Those relationships are starting to become more apparent, by the way. People are beginning to recognize the power they have—not as it is bestowed upon them by someone else, but what they have when they’re all working together. Camejo continues:

The working class and the oppressed nationalities are mass social layers, and they can only realize their potential power when they organize as a massive social force. The ruling class can deal with any one individual or any small group; it’s only masses that can stand in their way. So the potential power of the working class to stop the war is a big threat.

By the way it’s my birthday today. Twenty-nine big ones. But you can’t ask for class-consciousness or revolution as a gift. You have to build it.

In case you needed some motivation to get busy with that, here’s a line of firefighters confidently walking toward the gaping maw of Hell. These particular firefighters are incarcerated in California, getting paid approximately $1.00 per hour to go put their lungs and eyes and bodies on the line to stop the wildfires that are ravaging the state thanks to capitalist malfeasance both long-term and short-.

I promise not to spend the rest of this issue talking about gloomy shit.

I also don’t want to make this a clip show of stuff the newsletter has already covered (strikes, Camejo, a general looming sense of dread), but I had the privilege of seeing Tyler Childers play in Seattle over the weekend. I am not from Appalachia but the heart-rending melancholy of his music about the place really does something to me—some experiences are universal no matter where they’re specifically located, it turns out. Please enjoy:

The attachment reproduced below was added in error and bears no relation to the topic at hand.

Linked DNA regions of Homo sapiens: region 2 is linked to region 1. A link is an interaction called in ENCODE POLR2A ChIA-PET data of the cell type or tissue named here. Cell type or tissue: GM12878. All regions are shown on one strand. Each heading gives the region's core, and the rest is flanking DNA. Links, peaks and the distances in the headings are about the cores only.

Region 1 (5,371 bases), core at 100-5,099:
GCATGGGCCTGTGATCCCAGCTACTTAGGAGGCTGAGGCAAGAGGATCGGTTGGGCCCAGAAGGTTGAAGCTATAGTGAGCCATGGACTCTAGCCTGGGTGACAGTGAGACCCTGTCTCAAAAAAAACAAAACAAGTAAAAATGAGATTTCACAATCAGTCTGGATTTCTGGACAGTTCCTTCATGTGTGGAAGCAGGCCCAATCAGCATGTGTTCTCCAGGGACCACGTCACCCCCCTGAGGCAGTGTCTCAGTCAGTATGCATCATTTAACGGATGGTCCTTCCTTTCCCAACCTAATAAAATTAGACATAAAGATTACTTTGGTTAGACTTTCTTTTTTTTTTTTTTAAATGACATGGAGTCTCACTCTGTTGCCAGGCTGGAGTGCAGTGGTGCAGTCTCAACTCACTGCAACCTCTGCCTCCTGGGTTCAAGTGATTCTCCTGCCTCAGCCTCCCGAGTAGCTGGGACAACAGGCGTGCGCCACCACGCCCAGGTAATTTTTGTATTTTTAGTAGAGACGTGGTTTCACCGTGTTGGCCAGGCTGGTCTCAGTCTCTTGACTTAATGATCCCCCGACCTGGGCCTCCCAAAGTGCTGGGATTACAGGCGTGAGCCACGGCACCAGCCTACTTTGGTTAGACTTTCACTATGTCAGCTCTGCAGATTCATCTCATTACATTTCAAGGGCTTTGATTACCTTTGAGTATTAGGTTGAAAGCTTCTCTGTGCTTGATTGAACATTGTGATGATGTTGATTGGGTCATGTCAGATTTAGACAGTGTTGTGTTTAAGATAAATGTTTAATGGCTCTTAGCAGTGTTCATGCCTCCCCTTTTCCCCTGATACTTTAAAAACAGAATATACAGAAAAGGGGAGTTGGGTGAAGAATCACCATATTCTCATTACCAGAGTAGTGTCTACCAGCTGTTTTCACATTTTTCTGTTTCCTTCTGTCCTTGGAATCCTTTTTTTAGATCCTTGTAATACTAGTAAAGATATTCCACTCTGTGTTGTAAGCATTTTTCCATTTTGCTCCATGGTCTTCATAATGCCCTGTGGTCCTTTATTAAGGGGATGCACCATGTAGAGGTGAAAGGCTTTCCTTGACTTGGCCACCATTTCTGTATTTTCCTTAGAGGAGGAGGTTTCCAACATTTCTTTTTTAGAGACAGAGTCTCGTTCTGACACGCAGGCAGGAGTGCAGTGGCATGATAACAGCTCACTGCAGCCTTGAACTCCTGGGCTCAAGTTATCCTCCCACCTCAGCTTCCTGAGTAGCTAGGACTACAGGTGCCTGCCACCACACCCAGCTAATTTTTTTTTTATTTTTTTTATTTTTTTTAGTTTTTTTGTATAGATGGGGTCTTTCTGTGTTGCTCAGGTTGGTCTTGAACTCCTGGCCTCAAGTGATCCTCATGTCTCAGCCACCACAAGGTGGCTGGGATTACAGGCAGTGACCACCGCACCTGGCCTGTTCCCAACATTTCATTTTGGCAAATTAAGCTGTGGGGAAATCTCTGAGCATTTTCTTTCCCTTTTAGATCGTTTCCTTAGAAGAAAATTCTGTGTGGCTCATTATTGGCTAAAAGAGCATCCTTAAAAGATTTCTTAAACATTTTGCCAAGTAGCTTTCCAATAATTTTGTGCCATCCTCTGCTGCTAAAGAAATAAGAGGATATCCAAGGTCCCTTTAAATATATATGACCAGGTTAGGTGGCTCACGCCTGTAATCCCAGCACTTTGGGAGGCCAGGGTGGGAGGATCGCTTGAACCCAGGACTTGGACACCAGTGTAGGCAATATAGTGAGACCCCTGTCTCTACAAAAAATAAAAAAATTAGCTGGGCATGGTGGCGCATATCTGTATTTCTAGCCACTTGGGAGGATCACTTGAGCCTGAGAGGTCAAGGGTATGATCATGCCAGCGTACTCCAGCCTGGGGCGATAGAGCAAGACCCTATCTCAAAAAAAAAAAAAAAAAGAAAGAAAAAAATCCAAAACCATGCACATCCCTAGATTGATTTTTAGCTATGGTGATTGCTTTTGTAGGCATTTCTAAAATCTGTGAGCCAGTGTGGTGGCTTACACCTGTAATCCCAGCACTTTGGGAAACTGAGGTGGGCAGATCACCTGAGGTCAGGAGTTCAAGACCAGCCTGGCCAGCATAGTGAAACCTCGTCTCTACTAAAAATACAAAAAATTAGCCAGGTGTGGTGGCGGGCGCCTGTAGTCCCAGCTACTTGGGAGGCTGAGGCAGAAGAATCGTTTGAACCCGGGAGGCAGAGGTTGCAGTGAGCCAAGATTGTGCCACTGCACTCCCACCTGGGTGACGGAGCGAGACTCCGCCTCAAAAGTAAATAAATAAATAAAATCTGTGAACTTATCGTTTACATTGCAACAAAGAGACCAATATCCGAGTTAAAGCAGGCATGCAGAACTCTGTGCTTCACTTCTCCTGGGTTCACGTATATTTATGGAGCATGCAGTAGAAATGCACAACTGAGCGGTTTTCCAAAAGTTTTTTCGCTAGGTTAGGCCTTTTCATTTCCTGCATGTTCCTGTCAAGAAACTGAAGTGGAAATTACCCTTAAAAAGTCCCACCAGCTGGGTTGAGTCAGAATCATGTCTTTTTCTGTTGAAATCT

He’s got some much more upbeat down-home riffs that you might also enjoy. But it’s the slow, hurtin’ ones that get to me the most.

I want to say one last thing about the mushrooms I found growing in my garden bed before I go. At the risk of drawing too many conclusions from a 20-minute stint with my hands in the dirt, I was reminded of the necessity of laying the groundwork for a healthy winter. For the last few years I’ve taken the stretch of time from Halloween to New Years off of Twitter and Facebook, a way to sort of soak my brain in cold water to get the stains out. The first few weeks are always embarrassingly difficult and I find myself desperately refreshing my emails, even, as a way to satisfy my little rat brain’s need for the hit of dopamine that comes with every notification. But eventually I get in a rhythm and stop drafting tweets in my head every time something funny or mildly interesting happens to me and I start engaging with my world much more fully.

This is also always a period of time when I get the most reading and writing done—surely there’s no correlation there. On that note I should tell you that I’ve spent the last 3+ years writing a book about my experience hiking the Pacific Crest Trail in 2016, and I hope to finally get the proposal out (once I’m happy with it) during this time. If I put that out in the universe in writing I will be forced to stick to it. So stay tuned—if I ever get news about that process, good or bad, I promise to share and reflect on it here.

29—sort of a weird number, not one I’ve ever really thought about being one way or another. I hope it holds as much life in it as 28 did. Thank you all for being here, sincerely: I think writing this newsletter was one of the best & healthiest things I did with myself all year.

I’ll see you next week.